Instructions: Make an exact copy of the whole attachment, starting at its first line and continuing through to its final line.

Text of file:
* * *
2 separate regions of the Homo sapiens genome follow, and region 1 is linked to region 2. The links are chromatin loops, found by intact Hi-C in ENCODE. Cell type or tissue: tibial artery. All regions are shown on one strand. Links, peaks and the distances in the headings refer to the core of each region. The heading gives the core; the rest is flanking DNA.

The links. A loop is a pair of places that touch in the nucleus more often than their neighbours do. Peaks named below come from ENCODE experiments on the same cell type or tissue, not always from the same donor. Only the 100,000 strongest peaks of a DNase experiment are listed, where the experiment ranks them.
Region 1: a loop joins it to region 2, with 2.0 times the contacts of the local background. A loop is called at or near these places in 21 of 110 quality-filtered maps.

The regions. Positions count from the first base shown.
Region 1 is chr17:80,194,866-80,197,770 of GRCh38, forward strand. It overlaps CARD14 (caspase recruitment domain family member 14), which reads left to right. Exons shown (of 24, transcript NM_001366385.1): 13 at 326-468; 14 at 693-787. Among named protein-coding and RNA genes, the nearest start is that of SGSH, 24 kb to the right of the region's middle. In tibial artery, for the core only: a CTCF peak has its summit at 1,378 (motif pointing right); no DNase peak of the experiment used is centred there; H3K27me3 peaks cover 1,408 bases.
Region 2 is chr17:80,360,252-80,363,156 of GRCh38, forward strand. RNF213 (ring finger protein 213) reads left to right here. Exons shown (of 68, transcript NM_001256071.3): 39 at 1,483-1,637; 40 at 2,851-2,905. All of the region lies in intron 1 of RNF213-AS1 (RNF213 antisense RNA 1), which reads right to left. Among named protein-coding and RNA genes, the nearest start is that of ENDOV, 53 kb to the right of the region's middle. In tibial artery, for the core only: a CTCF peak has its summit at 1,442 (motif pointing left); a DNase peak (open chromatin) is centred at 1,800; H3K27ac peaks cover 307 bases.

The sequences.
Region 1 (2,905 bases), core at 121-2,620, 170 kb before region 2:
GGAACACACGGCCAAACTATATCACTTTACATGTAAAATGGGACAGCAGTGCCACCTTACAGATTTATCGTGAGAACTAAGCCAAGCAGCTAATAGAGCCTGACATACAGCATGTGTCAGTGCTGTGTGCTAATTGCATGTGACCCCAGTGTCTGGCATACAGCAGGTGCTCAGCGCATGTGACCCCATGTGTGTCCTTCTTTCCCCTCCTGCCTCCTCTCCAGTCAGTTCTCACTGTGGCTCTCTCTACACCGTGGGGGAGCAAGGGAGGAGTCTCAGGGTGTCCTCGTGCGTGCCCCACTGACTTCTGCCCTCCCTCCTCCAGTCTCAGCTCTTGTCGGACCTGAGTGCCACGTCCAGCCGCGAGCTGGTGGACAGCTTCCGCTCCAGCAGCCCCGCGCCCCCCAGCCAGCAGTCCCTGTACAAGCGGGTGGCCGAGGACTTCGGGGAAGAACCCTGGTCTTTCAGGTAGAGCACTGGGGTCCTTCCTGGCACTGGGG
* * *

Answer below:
2 separate regions of the Homo sapiens genome follow, and region 1 is linked to region 2. The links are chromatin loops, found by intact Hi-C in ENCODE. Cell type or tissue: tibial artery. All regions are shown on one strand. Links, peaks and the distances in the headings refer to the core of each region. The heading gives the core; the rest is flanking DNA.

The links. A loop is a pair of places that touch in the nucleus more often than their neighbours do. Peaks named below come from ENCODE experiments on the same cell type or tissue, not always from the same donor. Only the 100,000 strongest peaks of a DNase experiment are listed, where the experiment ranks them.
Region 1: a loop joins it to region 2, with 2.0 times the contacts of the local background. A loop is called at or near these places in 21 of 110 quality-filtered maps.

The regions. Positions count from the first base shown.
Region 1 is chr17:80,194,866-80,197,770 of GRCh38, forward strand. It overlaps CARD14 (caspase recruitment domain family member 14), which reads left to right. Exons shown (of 24, transcript NM_001366385.1): 13 at 326-468; 14 at 693-787. Among named protein-coding and RNA genes, the nearest start is that of SGSH, 24 kb to the right of the region's middle. In tibial artery, for the core only: a CTCF peak has its summit at 1,378 (motif pointing right); no DNase peak of the experiment used is centred there; H3K27me3 peaks cover 1,408 bases.
Region 2 is chr17:80,360,252-80,363,156 of GRCh38, forward strand. RNF213 (ring finger protein 213) reads left to right here. Exons shown (of 68, transcript NM_001256071.3): 39 at 1,483-1,637; 40 at 2,851-2,905. All of the region lies in intron 1 of RNF213-AS1 (RNF213 antisense RNA 1), which reads right to left. Among named protein-coding and RNA genes, the nearest start is that of ENDOV, 53 kb to the right of the region's middle. In tibial artery, for the core only: a CTCF peak has its summit at 1,442 (motif pointing left); a DNase peak (open chromatin) is centred at 1,800; H3K27ac peaks cover 307 bases.

The sequences.
Region 1 (2,905 bases), core at 121-2,620, 170 kb before region 2:
GGAACACACGGCCAAACTATATCACTTTACATGTAAAATGGGACAGCAGTGCCACCTTACAGATTTATCGTGAGAACTAAGCCAAGCAGCTAATAGAGCCTGACATACAGCATGTGTCAGTGCTGTGTGCTAATTGCATGTGACCCCAGTGTCTGGCATACAGCAGGTGCTCAGCGCATGTGACCCCATGTGTGTCCTTCTTTCCCCTCCTGCCTCCTCTCCAGTCAGTTCTCACTGTGGCTCTCTCTACACCGTGGGGGAGCAAGGGAGGAGTCTCAGGGTGTCCTCGTGCGTGCCCCACTGACTTCTGCCCTCCCTCCTCCAGTCTCAGCTCTTGTCGGACCTGAGTGCCACGTCCAGCCGCGAGCTGGTGGACAGCTTCCGCTCCAGCAGCCCCGCGCCCCCCAGCCAGCAGTCCCTGTACAAGCGGGTGGCCGAGGACTTCGGGGAAGAACCCTGGTCTTTCAGGTAGAGCACTGGGGTCCTTCCTGGCACTGGGG